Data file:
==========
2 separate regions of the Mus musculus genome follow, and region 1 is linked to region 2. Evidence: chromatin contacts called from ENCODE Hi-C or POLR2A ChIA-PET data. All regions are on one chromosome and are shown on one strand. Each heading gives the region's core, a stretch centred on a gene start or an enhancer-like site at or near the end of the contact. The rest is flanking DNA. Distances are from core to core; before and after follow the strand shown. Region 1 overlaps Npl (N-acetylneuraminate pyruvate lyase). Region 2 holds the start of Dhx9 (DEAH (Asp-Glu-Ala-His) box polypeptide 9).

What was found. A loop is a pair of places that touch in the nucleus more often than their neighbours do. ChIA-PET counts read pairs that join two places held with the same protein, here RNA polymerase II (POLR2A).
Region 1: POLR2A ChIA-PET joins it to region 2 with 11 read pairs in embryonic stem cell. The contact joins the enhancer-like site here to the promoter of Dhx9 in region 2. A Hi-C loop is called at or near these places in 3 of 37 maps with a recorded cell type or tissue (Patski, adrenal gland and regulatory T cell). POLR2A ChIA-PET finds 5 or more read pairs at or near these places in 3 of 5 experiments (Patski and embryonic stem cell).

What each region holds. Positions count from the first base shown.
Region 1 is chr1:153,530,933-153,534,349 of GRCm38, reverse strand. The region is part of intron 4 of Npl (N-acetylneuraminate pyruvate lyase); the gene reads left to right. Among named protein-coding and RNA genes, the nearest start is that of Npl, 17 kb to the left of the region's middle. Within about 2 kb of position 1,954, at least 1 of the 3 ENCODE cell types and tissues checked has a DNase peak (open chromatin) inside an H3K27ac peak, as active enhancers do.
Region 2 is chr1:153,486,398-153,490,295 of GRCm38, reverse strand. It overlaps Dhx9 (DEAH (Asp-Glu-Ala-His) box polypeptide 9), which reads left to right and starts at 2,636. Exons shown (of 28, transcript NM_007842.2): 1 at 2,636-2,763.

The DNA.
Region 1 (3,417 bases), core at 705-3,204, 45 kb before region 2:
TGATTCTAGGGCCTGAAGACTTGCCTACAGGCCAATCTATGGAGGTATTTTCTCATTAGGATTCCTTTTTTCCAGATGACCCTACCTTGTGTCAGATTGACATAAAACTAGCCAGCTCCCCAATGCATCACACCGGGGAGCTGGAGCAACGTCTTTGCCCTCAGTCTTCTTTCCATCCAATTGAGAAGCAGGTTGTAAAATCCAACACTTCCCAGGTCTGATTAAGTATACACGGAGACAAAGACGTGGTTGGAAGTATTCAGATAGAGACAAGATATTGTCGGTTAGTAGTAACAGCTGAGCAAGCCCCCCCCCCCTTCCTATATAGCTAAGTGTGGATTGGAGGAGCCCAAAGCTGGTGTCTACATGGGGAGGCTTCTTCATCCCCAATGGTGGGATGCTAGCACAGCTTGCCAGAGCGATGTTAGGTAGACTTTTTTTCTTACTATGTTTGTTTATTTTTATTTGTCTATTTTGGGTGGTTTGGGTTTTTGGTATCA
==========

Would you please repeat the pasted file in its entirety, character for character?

2 separate regions of the Mus musculus genome follow, and region 1 is linked to region 2. Evidence: chromatin contacts called from ENCODE Hi-C or POLR2A ChIA-PET data. All regions are on one chromosome and are shown on one strand. Each heading gives the region's core, a stretch centred on a gene start or an enhancer-like site at or near the end of the contact. The rest is flanking DNA. Distances are from core to core; before and after follow the strand shown. Region 1 overlaps Npl (N-acetylneuraminate pyruvate lyase). Region 2 holds the start of Dhx9 (DEAH (Asp-Glu-Ala-His) box polypeptide 9).

What was found. A loop is a pair of places that touch in the nucleus more often than their neighbours do. ChIA-PET counts read pairs that join two places held with the same protein, here RNA polymerase II (POLR2A).
Region 1: POLR2A ChIA-PET joins it to region 2 with 11 read pairs in embryonic stem cell. The contact joins the enhancer-like site here to the promoter of Dhx9 in region 2. A Hi-C loop is called at or near these places in 3 of 37 maps with a recorded cell type or tissue (Patski, adrenal gland and regulatory T cell). POLR2A ChIA-PET finds 5 or more read pairs at or near these places in 3 of 5 experiments (Patski and embryonic stem cell).

What each region holds. Positions count from the first base shown.
Region 1 is chr1:153,530,933-153,534,349 of GRCm38, reverse strand. The region is part of intron 4 of Npl (N-acetylneuraminate pyruvate lyase); the gene reads left to right. Among named protein-coding and RNA genes, the nearest start is that of Npl, 17 kb to the left of the region's middle. Within about 2 kb of position 1,954, at least 1 of the 3 ENCODE cell types and tissues checked has a DNase peak (open chromatin) inside an H3K27ac peak, as active enhancers do.
Region 2 is chr1:153,486,398-153,490,295 of GRCm38, reverse strand. It overlaps Dhx9 (DEAH (Asp-Glu-Ala-His) box polypeptide 9), which reads left to right and starts at 2,636. Exons shown (of 28, transcript NM_007842.2): 1 at 2,636-2,763.

The DNA.
Region 1 (3,417 bases), core at 705-3,204, 45 kb before region 2:
TGATTCTAGGGCCTGAAGACTTGCCTACAGGCCAATCTATGGAGGTATTTTCTCATTAGGATTCCTTTTTTCCAGATGACCCTACCTTGTGTCAGATTGACATAAAACTAGCCAGCTCCCCAATGCATCACACCGGGGAGCTGGAGCAACGTCTTTGCCCTCAGTCTTCTTTCCATCCAATTGAGAAGCAGGTTGTAAAATCCAACACTTCCCAGGTCTGATTAAGTATACACGGAGACAAAGACGTGGTTGGAAGTATTCAGATAGAGACAAGATATTGTCGGTTAGTAGTAACAGCTGAGCAAGCCCCCCCCCCCTTCCTATATAGCTAAGTGTGGATTGGAGGAGCCCAAAGCTGGTGTCTACATGGGGAGGCTTCTTCATCCCCAATGGTGGGATGCTAGCACAGCTTGCCAGAGCGATGTTAGGTAGACTTTTTTTCTTACTATGTTTGTTTATTTTTATTTGTCTATTTTGGGTGGTTTGGGTTTTTGGTATCA